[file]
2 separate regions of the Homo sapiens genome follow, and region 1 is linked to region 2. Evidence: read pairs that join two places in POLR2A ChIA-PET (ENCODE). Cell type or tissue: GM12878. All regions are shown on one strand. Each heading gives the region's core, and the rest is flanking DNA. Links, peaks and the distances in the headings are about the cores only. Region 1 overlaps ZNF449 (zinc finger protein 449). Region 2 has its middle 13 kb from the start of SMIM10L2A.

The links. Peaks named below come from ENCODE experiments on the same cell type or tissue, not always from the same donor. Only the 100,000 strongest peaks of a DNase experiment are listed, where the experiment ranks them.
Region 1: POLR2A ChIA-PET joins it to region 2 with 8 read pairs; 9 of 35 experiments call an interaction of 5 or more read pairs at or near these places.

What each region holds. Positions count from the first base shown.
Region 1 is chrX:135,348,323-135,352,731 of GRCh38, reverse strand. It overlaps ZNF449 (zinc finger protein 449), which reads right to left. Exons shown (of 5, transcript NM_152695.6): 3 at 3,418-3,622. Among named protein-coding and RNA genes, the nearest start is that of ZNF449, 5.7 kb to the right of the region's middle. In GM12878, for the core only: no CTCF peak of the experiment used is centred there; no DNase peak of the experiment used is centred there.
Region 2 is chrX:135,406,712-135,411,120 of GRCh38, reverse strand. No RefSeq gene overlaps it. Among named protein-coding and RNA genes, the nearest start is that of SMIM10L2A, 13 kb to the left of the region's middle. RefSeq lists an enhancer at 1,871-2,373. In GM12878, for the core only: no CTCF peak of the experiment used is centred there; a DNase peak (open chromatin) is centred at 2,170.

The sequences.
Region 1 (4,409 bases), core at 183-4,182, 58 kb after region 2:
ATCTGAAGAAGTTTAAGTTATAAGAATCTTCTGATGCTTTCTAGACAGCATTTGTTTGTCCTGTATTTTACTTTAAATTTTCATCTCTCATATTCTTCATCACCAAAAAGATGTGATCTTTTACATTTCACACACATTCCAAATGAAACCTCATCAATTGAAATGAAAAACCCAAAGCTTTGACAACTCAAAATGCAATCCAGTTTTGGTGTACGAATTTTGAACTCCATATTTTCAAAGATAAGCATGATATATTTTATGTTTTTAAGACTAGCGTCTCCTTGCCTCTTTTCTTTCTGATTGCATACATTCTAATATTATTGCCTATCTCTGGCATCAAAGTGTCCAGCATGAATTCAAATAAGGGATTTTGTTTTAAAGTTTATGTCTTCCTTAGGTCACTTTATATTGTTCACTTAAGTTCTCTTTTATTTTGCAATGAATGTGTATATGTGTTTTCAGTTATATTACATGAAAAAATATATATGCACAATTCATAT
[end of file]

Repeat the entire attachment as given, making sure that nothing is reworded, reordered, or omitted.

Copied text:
2 separate regions of the Homo sapiens genome follow, and region 1 is linked to region 2. Evidence: read pairs that join two places in POLR2A ChIA-PET (ENCODE). Cell type or tissue: GM12878. All regions are shown on one strand. Each heading gives the region's core, and the rest is flanking DNA. Links, peaks and the distances in the headings are about the cores only. Region 1 overlaps ZNF449 (zinc finger protein 449). Region 2 has its middle 13 kb from the start of SMIM10L2A.

The links. Peaks named below come from ENCODE experiments on the same cell type or tissue, not always from the same donor. Only the 100,000 strongest peaks of a DNase experiment are listed, where the experiment ranks them.
Region 1: POLR2A ChIA-PET joins it to region 2 with 8 read pairs; 9 of 35 experiments call an interaction of 5 or more read pairs at or near these places.

What each region holds. Positions count from the first base shown.
Region 1 is chrX:135,348,323-135,352,731 of GRCh38, reverse strand. It overlaps ZNF449 (zinc finger protein 449), which reads right to left. Exons shown (of 5, transcript NM_152695.6): 3 at 3,418-3,622. Among named protein-coding and RNA genes, the nearest start is that of ZNF449, 5.7 kb to the right of the region's middle. In GM12878, for the core only: no CTCF peak of the experiment used is centred there; no DNase peak of the experiment used is centred there.
Region 2 is chrX:135,406,712-135,411,120 of GRCh38, reverse strand. No RefSeq gene overlaps it. Among named protein-coding and RNA genes, the nearest start is that of SMIM10L2A, 13 kb to the left of the region's middle. RefSeq lists an enhancer at 1,871-2,373. In GM12878, for the core only: no CTCF peak of the experiment used is centred there; a DNase peak (open chromatin) is centred at 2,170.

The sequences.
Region 1 (4,409 bases), core at 183-4,182, 58 kb after region 2:
ATCTGAAGAAGTTTAAGTTATAAGAATCTTCTGATGCTTTCTAGACAGCATTTGTTTGTCCTGTATTTTACTTTAAATTTTCATCTCTCATATTCTTCATCACCAAAAAGATGTGATCTTTTACATTTCACACACATTCCAAATGAAACCTCATCAATTGAAATGAAAAACCCAAAGCTTTGACAACTCAAAATGCAATCCAGTTTTGGTGTACGAATTTTGAACTCCATATTTTCAAAGATAAGCATGATATATTTTATGTTTTTAAGACTAGCGTCTCCTTGCCTCTTTTCTTTCTGATTGCATACATTCTAATATTATTGCCTATCTCTGGCATCAAAGTGTCCAGCATGAATTCAAATAAGGGATTTTGTTTTAAAGTTTATGTCTTCCTTAGGTCACTTTATATTGTTCACTTAAGTTCTCTTTTATTTTGCAATGAATGTGTATATGTGTTTTCAGTTATATTACATGAAAAAATATATATGCACAATTCATAT